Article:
For the OP - only you'll really know if your grandmother seems to really be reaching the end and her lack of appetite is natural, or if its a medical issue to be dealt with. I hope you are able to make a determination and treat accordingly.
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Old 03-18-2013, 04:25 PM
 
3,911 posts, read 3,018,726 times
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Quote:
Originally Posted by Padgett2 View Post
I am 82 and I don't want to eat either. Why???? All food does at this time is provide some energy. My body isn't healing, getting stronger or getting younger.

Death comes. The body, with no big problems, has to wind down somehow. Eating may or may not extend this time. Do you really want her to live as long as possible in her condition? Would YOU want to be llike that?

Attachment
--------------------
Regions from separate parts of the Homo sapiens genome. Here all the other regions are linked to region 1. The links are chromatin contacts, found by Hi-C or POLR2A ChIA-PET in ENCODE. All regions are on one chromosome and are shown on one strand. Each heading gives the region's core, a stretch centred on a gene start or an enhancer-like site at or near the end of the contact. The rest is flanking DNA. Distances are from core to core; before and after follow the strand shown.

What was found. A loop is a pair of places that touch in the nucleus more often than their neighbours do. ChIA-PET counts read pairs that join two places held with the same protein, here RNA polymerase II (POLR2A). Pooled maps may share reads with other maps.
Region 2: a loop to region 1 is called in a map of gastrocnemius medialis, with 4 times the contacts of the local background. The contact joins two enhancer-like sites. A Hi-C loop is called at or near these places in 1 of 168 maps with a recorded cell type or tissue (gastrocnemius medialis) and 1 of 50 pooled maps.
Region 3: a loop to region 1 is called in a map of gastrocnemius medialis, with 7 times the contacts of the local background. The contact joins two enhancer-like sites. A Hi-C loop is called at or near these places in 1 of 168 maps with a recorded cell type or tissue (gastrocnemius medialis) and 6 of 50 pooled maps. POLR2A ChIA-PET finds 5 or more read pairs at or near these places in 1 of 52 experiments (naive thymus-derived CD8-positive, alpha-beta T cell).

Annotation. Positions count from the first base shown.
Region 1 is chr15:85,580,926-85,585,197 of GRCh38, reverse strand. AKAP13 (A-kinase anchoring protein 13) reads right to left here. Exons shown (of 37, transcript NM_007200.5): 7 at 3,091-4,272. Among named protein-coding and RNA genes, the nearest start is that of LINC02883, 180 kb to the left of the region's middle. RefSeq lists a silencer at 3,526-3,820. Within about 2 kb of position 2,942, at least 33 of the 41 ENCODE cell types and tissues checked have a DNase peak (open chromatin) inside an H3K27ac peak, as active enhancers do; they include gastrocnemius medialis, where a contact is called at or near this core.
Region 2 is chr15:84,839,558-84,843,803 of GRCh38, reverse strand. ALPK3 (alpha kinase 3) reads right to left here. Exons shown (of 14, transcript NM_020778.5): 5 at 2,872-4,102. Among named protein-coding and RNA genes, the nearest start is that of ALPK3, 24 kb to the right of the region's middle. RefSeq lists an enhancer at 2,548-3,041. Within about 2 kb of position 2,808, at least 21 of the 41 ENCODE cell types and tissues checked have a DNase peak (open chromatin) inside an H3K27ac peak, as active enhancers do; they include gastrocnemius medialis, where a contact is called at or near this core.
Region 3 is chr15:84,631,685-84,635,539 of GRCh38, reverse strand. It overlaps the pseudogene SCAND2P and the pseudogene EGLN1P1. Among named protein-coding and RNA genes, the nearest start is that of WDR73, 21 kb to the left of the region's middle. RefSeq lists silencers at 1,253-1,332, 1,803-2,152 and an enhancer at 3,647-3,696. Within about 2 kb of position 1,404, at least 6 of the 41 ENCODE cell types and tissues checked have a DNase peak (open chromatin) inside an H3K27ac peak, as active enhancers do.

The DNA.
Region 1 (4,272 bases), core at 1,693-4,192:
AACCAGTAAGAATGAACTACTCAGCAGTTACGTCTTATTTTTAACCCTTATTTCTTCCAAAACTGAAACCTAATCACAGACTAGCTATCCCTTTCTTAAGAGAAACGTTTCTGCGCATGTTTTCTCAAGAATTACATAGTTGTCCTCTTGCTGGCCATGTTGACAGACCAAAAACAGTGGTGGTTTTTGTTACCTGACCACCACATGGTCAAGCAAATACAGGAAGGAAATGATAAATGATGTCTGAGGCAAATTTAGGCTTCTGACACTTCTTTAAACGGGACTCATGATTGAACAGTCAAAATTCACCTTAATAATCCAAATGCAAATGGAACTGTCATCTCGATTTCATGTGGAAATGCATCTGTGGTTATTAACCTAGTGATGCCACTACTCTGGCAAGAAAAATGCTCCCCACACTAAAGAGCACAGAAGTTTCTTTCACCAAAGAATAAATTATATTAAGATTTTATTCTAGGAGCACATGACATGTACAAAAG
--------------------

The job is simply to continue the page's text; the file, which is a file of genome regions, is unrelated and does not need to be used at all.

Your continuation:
Make the end easy for her. Don't push food. If she doesn't want it, she doesn't want it. Soups and other soft things go down without chewing much. She really doesn't need much at this time.. A balanced diet is no help at all. Make sure that what she eats is something that has easily digested calories.
I am concerned about the liability of the posters if they are completely hands off regarding their grandmother's refusal to eat. The advice of an earlier poster to contact a local aging agency about their problem is appropriate here.
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Old 03-19-2013, 05:55 AM
 
Location: The Great State of Arkansas